Built-in food

The group of individuals 80 years or older who consume sausage were 52% less likely to be affected by intestinal constipation compared with the elderly of the same age group who do not consume sausage. We consider these elderly people to have a lower risk of developing IC than those that do not consume sausage, which causes us to speculate about the possible relationships between IC and sausage consumption. One can consider some possible explanations for the inverse relationship in this case. Low consumption of this type of food may be associated with healthy eating habits, possibly for the treatment of health problems. In addition, because sausage is a high-fat food, it may lead to diarrhoea in the elderly, giving rise to an inverse relationship between consumption and IC. Finally, we may consider that the consumption of sausage can represent another associated variable, such as income, considering that the cost of this type of food may select the group of elderly that consumes it, possibly biasing towards elderly people who also have better access to healthy food, to physical activities, and to drugs that favour intestinal functioning.


IC was predominant in females, with 16.82% of the women reporting constipation, the majority of the constipated elderly in the SABE.16


Women who used diuretics presented an OR of 1.81 compared with women who did not use diuretic medications (95% CI 1.16–2.83), which is reaffirmed by the American Gastroenterology Association.17

Whole milk

Whole milk has a protein component called casein. Caesins form components called micelles, which contain a large amount of water and calcium and, in excess, can be constipating.18,19 In this study, the consumption of whole milk 2–3 times per day presented a greater risk of IC than did other volumes consumed. The age group of 70–79 years was positively associated with IC, with an 2.29 times greater chance. For males, consumption of milk 1–6 times per week was a protective factor (OR=0.24). The consumption of milk once per day was shown to be a protection factor, with a chance of 0.33, demonstrating that this level of milk consumption corresponds to a frequency of 57% fewer cases of IQ when compared with non-consumption. For females, milk consumption 2–3 times per day presented an OR of 2.02. We believe that excess milk consumption presents a higher chance of IC in females when compared with women who do not consume whole milk.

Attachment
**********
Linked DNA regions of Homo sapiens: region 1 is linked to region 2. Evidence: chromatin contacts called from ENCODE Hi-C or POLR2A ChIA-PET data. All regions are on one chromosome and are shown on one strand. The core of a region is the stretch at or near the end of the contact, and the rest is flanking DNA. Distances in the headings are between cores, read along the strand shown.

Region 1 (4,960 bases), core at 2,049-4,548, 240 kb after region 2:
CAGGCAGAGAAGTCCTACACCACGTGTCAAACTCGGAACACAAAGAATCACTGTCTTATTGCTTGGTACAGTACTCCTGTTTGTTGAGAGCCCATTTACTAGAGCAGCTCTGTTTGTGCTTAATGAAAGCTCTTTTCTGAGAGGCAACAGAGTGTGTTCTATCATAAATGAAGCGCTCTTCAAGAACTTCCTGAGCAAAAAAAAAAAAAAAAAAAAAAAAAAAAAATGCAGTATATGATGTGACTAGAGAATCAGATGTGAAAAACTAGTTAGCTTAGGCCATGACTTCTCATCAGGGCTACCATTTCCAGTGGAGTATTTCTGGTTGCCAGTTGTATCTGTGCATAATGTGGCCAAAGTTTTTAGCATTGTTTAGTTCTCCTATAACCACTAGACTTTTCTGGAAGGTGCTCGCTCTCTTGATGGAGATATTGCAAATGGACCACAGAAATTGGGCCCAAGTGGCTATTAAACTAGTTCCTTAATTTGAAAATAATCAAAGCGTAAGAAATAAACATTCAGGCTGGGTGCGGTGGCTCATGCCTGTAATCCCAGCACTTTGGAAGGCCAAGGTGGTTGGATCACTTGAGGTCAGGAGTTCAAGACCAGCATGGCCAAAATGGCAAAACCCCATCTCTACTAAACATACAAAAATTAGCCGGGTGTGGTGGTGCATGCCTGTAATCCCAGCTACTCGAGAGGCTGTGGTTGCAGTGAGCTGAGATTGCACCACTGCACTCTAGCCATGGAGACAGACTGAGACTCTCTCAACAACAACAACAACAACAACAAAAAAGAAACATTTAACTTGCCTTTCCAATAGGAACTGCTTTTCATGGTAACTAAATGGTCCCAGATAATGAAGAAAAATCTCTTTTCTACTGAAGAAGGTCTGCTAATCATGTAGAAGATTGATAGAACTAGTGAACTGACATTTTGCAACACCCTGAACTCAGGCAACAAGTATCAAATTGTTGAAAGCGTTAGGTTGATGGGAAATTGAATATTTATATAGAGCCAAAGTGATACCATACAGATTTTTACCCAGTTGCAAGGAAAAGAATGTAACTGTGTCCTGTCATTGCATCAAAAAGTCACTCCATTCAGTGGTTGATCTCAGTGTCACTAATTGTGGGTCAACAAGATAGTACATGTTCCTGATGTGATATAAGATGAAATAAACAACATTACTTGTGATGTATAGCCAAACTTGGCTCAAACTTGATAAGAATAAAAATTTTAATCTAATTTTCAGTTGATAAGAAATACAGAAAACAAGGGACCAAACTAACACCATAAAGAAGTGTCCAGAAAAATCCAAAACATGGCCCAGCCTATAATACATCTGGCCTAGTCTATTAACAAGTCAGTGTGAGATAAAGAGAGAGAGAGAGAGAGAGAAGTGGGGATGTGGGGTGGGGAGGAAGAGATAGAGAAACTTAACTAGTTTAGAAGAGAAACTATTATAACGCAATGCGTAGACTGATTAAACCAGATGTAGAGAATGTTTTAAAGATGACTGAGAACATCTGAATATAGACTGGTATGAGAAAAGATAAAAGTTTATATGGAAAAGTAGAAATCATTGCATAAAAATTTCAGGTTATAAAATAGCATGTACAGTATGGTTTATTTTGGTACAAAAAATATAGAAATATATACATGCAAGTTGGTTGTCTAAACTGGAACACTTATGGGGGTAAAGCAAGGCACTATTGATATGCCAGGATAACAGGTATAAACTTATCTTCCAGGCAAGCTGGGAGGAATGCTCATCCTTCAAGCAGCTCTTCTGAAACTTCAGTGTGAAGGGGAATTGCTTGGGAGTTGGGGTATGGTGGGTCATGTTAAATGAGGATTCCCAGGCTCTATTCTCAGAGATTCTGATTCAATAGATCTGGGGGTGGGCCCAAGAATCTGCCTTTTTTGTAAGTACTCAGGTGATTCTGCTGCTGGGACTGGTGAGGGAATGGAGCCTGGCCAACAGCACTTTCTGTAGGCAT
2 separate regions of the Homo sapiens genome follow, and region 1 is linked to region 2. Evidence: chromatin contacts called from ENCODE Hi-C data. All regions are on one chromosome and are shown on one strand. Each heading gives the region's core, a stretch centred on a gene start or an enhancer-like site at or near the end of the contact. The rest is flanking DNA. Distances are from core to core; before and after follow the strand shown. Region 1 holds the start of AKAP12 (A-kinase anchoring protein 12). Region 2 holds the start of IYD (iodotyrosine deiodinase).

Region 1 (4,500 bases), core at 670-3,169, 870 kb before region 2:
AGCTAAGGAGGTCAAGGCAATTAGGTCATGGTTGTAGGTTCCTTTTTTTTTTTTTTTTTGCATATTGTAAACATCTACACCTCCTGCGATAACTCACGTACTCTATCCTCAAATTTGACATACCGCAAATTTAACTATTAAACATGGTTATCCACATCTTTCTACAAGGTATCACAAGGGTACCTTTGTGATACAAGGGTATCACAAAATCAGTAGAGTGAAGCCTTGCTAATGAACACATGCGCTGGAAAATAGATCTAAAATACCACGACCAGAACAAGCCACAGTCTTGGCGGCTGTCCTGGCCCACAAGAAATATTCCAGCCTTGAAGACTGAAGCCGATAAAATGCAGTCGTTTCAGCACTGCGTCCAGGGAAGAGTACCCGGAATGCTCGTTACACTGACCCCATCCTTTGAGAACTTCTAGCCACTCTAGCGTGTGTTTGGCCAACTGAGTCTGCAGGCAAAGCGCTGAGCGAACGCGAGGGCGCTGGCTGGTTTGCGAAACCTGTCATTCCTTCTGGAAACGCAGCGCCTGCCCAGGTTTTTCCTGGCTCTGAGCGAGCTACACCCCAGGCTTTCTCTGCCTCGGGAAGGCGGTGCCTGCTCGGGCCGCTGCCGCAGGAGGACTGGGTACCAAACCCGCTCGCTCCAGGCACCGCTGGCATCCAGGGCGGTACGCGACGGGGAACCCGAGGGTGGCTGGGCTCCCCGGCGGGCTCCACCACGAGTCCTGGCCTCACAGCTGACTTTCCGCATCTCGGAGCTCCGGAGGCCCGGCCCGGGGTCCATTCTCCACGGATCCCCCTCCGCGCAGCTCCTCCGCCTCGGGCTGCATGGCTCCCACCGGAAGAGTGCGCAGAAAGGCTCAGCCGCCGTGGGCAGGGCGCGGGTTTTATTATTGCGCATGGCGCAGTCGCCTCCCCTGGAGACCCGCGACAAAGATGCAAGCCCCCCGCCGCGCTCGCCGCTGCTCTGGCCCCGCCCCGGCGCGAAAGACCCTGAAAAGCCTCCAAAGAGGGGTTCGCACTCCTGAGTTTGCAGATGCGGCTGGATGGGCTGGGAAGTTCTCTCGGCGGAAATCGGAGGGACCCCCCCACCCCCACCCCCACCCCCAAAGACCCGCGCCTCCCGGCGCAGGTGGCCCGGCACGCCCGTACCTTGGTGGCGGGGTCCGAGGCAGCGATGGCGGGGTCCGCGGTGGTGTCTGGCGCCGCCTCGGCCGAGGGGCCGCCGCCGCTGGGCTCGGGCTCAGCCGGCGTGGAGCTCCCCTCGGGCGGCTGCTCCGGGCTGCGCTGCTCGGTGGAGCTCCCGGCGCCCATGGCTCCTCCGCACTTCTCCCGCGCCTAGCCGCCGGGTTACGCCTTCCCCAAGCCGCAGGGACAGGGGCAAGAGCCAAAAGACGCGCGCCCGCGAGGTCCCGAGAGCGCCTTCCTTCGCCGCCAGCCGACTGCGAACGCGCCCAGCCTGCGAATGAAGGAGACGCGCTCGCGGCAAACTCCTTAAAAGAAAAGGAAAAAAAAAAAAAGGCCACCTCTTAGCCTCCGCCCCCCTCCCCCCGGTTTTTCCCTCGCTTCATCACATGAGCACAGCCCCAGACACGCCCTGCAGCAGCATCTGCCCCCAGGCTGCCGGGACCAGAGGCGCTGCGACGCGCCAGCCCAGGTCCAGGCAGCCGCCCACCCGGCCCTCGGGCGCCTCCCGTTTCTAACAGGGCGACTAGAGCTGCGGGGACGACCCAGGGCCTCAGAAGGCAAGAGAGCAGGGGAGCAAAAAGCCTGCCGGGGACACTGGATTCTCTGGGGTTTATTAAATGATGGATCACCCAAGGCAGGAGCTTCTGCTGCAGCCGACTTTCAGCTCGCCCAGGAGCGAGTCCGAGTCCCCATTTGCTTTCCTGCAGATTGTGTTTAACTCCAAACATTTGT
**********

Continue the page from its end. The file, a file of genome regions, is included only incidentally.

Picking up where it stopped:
Years of schooling

The elderly of 80 years old or older who had 4–7 years of schooling had an OR of 2.73 when compared with the elderly of this same age group without schooling. For the age group of 60–69 years, we found that all schooling levels presented statistical significance when associated with IQ. For the group that had 4–7 years of schooling, the OR was 5.11. Individuals with 8 years of schooling or more had an OR of 4.63. Finally, the group with schooling of 1–3 years showed a 3.54 times greater chance of having IC when compared with the elderly of the same age group that did not have schooling. For the elderly with 1–3 years of schooling, the odds ratio for IC was 2.77. For the elderly with 4–7 years of schooling, this chance was reduced to OR=2.42. This suggests that a lower educational level correlates with a lower chance of intestinal constipation. We can consider that the schooling level influenced the condition of income, leading us to consider that access to varied medications, physical activities, consultations, and information regarding diseases and treatments was greater for individuals with higher levels of schooling compared to lower levels given their income status.16


IC can be a diagnosis or an organic dysfunction. It may be associated with intrinsic factors related to the advancement of age or to extrinsic factors such as life habits, eating, levels of activity, and medications.

The elderly in the SABE study showed an intestinal constipation prevalence of 14.23%. The multivariate regression analysis showed a significant association between socio-demographic factors related to age and schooling, showing a higher prevalence in the age group of 60–69 years old with schooling of 4–7 years. In the analysis of medication consumption, there was a greater prevalence of IC in the elderly of 80 years old or older who used laxatives; for the elderly, the most prevalent medications were antidepressants and polypharmacy.

Joint pain was a risk factor for women aged 60–69 years. Osteoporosis was prevalent in women aged 70–79 years.

Sausage consumption gave was associated with 52% less risk of IC for women aged 80 years or older. Low intake of whole milk appeared to be a protective factor against the potential risk of IC for men, and high consumption was a risk factor for women aged 70–79 years.

Conflicts of interest

The authors declare no conflicts of interest.